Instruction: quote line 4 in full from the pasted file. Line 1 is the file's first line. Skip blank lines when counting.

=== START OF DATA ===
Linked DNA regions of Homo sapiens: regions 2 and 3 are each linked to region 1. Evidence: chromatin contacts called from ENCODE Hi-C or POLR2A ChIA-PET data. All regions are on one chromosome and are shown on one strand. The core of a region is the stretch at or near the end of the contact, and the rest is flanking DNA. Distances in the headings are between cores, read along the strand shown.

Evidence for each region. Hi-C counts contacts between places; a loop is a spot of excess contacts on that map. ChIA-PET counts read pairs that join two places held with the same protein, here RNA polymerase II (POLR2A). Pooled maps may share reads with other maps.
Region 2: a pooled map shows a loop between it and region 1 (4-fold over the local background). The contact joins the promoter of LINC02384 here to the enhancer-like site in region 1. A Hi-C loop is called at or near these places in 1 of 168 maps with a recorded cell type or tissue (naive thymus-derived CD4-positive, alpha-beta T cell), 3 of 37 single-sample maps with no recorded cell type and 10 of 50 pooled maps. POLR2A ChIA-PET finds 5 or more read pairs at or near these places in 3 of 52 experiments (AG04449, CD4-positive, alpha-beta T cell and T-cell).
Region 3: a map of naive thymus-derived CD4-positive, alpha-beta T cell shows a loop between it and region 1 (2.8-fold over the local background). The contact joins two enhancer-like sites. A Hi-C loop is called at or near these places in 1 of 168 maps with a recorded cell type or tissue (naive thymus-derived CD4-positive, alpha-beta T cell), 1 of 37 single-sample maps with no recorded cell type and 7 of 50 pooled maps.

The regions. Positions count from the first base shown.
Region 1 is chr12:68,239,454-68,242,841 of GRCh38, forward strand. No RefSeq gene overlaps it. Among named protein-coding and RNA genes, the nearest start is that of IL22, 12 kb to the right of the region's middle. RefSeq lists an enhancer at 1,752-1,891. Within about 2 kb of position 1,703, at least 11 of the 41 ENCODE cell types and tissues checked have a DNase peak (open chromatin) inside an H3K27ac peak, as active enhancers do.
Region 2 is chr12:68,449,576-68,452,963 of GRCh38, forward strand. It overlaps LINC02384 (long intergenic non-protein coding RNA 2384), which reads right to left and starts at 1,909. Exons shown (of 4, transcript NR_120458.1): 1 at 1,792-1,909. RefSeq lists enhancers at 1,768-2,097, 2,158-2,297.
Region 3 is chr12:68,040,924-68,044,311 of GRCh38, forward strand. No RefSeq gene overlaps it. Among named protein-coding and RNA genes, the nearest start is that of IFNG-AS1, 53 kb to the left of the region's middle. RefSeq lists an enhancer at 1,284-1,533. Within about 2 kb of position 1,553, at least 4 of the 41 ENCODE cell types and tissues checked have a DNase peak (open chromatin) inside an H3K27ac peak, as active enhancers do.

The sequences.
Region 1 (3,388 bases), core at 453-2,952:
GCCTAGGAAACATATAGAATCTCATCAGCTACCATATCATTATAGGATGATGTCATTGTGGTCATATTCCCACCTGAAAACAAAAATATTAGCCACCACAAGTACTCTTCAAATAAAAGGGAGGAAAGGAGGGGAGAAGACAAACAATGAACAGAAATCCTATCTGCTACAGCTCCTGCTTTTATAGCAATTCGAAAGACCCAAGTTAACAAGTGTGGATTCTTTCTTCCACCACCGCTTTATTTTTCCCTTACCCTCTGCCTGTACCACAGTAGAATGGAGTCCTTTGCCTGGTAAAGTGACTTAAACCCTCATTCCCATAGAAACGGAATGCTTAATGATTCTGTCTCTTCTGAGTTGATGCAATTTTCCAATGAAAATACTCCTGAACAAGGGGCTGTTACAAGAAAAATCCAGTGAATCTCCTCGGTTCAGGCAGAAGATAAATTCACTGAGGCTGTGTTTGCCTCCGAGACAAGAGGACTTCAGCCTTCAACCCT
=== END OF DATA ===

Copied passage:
Region 3: a map of naive thymus-derived CD4-positive, alpha-beta T cell shows a loop between it and region 1 (2.8-fold over the local background). The contact joins two enhancer-like sites. A Hi-C loop is called at or near these places in 1 of 168 maps with a recorded cell type or tissue (naive thymus-derived CD4-positive, alpha-beta T cell), 1 of 37 single-sample maps with no recorded cell type and 7 of 50 pooled maps.